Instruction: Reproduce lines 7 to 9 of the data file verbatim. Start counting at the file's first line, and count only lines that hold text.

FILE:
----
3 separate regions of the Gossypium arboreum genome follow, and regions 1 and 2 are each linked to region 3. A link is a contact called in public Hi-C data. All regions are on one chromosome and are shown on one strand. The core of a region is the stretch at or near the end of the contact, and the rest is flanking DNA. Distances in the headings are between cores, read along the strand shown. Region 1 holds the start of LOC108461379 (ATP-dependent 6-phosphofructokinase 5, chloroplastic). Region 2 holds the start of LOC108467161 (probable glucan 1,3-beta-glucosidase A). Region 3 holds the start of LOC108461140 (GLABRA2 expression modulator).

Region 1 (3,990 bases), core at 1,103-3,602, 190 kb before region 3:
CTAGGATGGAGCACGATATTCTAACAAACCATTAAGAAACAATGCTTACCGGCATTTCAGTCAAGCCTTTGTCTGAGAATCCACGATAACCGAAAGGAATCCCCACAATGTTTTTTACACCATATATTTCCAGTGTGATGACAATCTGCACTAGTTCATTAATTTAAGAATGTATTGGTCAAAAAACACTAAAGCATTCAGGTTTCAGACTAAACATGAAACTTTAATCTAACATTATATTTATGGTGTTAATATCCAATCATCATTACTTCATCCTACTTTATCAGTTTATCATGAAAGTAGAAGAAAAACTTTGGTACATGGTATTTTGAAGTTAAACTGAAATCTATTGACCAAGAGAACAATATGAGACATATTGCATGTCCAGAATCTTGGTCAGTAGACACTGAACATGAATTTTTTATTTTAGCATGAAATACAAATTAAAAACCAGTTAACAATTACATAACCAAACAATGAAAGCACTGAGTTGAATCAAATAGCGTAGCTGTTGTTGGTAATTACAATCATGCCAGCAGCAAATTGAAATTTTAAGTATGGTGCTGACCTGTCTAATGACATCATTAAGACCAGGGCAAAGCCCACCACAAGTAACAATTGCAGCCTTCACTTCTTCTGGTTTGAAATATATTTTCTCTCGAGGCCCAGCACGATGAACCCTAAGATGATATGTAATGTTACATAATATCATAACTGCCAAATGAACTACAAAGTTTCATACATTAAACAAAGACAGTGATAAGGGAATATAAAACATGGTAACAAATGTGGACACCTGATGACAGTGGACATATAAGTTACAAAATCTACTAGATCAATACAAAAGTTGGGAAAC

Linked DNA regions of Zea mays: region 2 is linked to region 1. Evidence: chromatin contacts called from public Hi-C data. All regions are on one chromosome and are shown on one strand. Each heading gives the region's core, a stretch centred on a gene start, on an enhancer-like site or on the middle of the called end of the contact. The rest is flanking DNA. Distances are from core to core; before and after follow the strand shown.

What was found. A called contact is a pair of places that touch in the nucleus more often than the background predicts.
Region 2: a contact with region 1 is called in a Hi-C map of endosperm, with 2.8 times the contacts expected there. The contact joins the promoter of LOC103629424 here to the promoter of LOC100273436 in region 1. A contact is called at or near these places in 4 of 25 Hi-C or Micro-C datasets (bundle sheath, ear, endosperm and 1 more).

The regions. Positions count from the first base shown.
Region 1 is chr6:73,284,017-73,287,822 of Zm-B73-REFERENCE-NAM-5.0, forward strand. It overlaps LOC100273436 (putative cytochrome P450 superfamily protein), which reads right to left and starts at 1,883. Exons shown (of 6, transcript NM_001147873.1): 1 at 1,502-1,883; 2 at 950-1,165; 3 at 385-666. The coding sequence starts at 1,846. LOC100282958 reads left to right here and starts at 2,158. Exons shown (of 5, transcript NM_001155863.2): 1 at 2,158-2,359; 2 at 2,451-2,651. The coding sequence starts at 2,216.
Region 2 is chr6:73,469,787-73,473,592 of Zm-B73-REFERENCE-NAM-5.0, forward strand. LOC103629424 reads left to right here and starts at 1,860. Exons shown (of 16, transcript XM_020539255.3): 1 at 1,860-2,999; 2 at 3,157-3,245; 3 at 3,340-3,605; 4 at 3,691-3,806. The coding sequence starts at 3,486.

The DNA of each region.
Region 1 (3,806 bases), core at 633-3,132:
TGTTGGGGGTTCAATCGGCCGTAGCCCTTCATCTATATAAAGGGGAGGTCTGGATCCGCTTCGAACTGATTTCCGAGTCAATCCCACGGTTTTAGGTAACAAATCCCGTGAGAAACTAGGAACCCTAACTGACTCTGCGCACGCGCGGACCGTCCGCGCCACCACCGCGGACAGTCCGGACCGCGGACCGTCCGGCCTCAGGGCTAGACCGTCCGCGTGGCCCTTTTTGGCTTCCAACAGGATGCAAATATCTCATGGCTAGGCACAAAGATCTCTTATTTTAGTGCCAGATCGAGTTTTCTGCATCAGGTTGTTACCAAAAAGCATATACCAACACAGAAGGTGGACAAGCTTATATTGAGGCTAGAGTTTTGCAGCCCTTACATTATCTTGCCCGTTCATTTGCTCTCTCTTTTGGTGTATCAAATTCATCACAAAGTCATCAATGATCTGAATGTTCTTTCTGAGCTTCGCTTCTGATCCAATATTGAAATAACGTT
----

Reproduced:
The regions. Positions count from the first base shown.
Region 1 is chr6:73,284,017-73,287,822 of Zm-B73-REFERENCE-NAM-5.0, forward strand. It overlaps LOC100273436 (putative cytochrome P450 superfamily protein), which reads right to left and starts at 1,883. Exons shown (of 6, transcript NM_001147873.1): 1 at 1,502-1,883; 2 at 950-1,165; 3 at 385-666. The coding sequence starts at 1,846. LOC100282958 reads left to right here and starts at 2,158. Exons shown (of 5, transcript NM_001155863.2): 1 at 2,158-2,359; 2 at 2,451-2,651. The coding sequence starts at 2,216.
Region 2 is chr6:73,469,787-73,473,592 of Zm-B73-REFERENCE-NAM-5.0, forward strand. LOC103629424 reads left to right here and starts at 1,860. Exons shown (of 16, transcript XM_020539255.3): 1 at 1,860-2,999; 2 at 3,157-3,245; 3 at 3,340-3,605; 4 at 3,691-3,806. The coding sequence starts at 3,486.